Authors: Rebecca Leshinsky
Date published: 15 February 2018
Research commissioned by: Royal Melbourne Institute of Technology & Western Sydney University
Why did we select this research?
Whilst short-term rentals (STRs) are not new to cities, the past few years have seen extraordinary growth in their use by tourists and business people. The STR sector has become contentious, with claims that it has heavily disrupted established housing and tourism industries.
Legislation, when drafted well and supported by sounds policy, should operate effectively, reducing the need for lengthy and expensive enforcement processes.
The authors suggest that cities that enforce regulation targeting individual hosts with fines, like Berlin and Santa Monica, have the biggest impact on the number of Airbnb listings in those cities.
Airbnb professionals, were most affected by steep fines and caps. Some cities have attempted to target Airbnb itself. Findings from the study suggest that it is inconclusive, however, whether this approach has a real impact on the number of Airbnb listings.
The bottom line is that it is difficult to know who is listing properties (address are nog included on websites such as Airbnb) and for what period of time, as well as what actually transpires in terms of stay length etc. this makes it more difficult to pass effective legislation, and under such circumstances, where there is a default enforcement process to accompany such legislation, such a process may not even be able to adequately support STRs that are legally operating in the platform economy.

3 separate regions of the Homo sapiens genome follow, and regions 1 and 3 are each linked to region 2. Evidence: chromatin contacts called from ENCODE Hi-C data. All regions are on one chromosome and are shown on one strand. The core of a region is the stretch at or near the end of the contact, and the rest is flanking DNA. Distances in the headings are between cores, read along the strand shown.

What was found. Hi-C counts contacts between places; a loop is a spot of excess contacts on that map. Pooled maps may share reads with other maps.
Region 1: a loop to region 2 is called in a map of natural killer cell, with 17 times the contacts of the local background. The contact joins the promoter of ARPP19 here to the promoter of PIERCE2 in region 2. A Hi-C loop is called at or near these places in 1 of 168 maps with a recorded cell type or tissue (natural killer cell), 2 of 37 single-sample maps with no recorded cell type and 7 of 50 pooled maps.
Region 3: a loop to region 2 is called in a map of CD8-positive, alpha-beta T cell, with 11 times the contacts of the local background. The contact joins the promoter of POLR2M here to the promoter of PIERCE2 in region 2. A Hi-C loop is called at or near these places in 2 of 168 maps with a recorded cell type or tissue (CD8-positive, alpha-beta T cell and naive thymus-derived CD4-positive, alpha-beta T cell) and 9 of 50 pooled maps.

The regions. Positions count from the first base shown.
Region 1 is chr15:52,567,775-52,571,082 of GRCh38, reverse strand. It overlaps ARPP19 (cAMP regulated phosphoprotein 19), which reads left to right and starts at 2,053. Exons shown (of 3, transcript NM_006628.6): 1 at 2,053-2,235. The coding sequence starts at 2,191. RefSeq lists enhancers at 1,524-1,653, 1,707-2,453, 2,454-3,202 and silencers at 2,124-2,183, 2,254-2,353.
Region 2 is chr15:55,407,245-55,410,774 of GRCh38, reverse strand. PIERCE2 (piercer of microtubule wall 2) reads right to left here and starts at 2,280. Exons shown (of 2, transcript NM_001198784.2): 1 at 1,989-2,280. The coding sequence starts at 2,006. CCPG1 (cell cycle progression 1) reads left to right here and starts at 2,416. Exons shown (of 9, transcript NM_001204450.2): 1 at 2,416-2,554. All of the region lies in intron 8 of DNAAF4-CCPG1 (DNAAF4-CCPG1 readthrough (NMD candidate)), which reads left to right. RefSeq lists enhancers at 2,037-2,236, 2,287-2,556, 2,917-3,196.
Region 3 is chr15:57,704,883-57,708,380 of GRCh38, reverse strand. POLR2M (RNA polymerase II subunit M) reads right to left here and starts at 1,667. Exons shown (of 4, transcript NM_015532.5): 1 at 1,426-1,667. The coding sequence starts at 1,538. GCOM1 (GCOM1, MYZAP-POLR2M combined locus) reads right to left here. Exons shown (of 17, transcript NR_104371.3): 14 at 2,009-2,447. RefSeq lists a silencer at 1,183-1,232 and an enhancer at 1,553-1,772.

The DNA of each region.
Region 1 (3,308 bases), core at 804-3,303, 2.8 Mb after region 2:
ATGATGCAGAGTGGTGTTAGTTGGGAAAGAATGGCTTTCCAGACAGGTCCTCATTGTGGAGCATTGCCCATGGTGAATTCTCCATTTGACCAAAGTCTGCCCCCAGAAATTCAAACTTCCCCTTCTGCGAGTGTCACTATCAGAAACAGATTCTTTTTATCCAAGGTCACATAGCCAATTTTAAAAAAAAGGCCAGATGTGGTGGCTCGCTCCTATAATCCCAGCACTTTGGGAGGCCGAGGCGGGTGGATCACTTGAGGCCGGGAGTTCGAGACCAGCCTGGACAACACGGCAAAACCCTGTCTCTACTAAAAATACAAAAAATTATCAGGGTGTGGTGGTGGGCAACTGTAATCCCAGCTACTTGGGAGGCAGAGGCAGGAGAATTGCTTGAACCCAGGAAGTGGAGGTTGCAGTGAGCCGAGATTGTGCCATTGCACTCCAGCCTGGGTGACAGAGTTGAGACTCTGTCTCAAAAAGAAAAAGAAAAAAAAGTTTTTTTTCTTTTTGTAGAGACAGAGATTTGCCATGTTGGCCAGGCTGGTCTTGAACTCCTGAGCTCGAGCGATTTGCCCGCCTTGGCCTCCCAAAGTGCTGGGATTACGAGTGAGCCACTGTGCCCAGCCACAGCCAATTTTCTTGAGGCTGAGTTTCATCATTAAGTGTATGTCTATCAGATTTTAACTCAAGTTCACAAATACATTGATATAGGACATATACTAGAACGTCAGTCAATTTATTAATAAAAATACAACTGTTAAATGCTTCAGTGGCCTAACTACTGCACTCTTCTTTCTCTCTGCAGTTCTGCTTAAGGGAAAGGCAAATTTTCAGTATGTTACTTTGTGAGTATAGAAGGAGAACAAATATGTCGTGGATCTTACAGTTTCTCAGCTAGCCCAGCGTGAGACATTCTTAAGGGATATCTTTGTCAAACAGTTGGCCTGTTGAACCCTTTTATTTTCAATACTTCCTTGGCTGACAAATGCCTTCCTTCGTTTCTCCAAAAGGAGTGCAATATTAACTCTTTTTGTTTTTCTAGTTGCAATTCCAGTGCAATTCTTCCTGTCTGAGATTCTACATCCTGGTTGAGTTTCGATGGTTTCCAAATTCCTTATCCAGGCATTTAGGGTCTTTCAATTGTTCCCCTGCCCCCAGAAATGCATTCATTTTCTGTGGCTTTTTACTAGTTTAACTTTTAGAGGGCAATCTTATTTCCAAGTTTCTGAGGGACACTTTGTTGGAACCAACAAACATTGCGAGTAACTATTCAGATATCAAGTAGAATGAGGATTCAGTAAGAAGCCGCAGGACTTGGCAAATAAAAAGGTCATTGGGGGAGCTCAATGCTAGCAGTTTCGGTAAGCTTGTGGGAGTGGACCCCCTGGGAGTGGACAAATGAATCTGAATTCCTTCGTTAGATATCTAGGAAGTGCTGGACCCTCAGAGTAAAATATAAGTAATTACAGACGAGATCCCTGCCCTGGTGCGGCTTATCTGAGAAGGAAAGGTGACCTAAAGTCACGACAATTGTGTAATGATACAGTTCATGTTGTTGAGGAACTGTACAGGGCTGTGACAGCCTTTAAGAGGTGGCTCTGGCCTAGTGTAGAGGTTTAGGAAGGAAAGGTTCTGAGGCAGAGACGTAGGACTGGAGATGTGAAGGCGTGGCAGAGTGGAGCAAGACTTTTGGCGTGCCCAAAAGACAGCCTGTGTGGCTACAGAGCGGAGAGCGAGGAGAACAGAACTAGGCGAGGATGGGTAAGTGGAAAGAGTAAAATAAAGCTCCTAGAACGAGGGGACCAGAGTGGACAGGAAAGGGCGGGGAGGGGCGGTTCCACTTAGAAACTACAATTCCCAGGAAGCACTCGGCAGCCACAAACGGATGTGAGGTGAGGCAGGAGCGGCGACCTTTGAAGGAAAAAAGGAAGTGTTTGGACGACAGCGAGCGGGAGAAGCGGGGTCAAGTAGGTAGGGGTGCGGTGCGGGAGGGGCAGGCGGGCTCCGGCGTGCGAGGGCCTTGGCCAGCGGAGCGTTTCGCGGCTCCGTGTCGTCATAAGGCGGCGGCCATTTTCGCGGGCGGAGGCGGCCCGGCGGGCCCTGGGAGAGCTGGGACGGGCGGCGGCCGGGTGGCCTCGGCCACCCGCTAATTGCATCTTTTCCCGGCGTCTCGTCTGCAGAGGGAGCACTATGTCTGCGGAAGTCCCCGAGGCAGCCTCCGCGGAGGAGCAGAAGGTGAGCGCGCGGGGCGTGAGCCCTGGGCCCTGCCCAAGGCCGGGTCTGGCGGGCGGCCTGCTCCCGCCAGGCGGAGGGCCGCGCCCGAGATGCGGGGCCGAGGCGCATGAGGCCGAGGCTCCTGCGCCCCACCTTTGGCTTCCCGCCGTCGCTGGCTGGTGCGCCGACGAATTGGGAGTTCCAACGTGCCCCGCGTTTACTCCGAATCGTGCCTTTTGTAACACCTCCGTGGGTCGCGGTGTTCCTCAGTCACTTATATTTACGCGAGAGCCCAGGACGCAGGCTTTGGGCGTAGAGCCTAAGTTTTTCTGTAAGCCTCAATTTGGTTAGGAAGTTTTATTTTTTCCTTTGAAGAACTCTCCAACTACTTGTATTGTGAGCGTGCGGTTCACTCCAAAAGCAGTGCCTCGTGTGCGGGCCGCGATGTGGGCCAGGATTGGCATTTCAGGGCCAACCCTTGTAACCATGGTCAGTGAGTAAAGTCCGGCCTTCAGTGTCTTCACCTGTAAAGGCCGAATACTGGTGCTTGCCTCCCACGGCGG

Enforcement in general is expensive and time-consuming, and STRs only add another degree of complexity, given how difficult they are to detect
Challenges also exist with getting STR companies such as Airbnb on board, and on finding ways to discourage investors from “hotelisation”, which can impact on long-term tenants’ opportunity this paper elaborates on the planning implications of the STR market by examining where planning enforcement is situated within STRs. to remain in rental properties.
Enforcement requires resources and these are limited at the municipal level. Taxpayer funds may be better spent on traditional land use and planning breaches e.g. illegal use or building permit breaches. Practical economics may suggest that there is no point in allocating scarce city funds for STR enforcement. STR regulation may in fact have been hastened by cities. Understandably in times of affordable housing shortages, municipalities have been looking for strategies to keep rental properties on the long-term market
Leshinsky, R., & Schatz, L. (2018). “I Don’t Think My Landlord Will Find Out:” Airbnb and the Challenges of Enforcement. Urban Policy and Research, 1-12.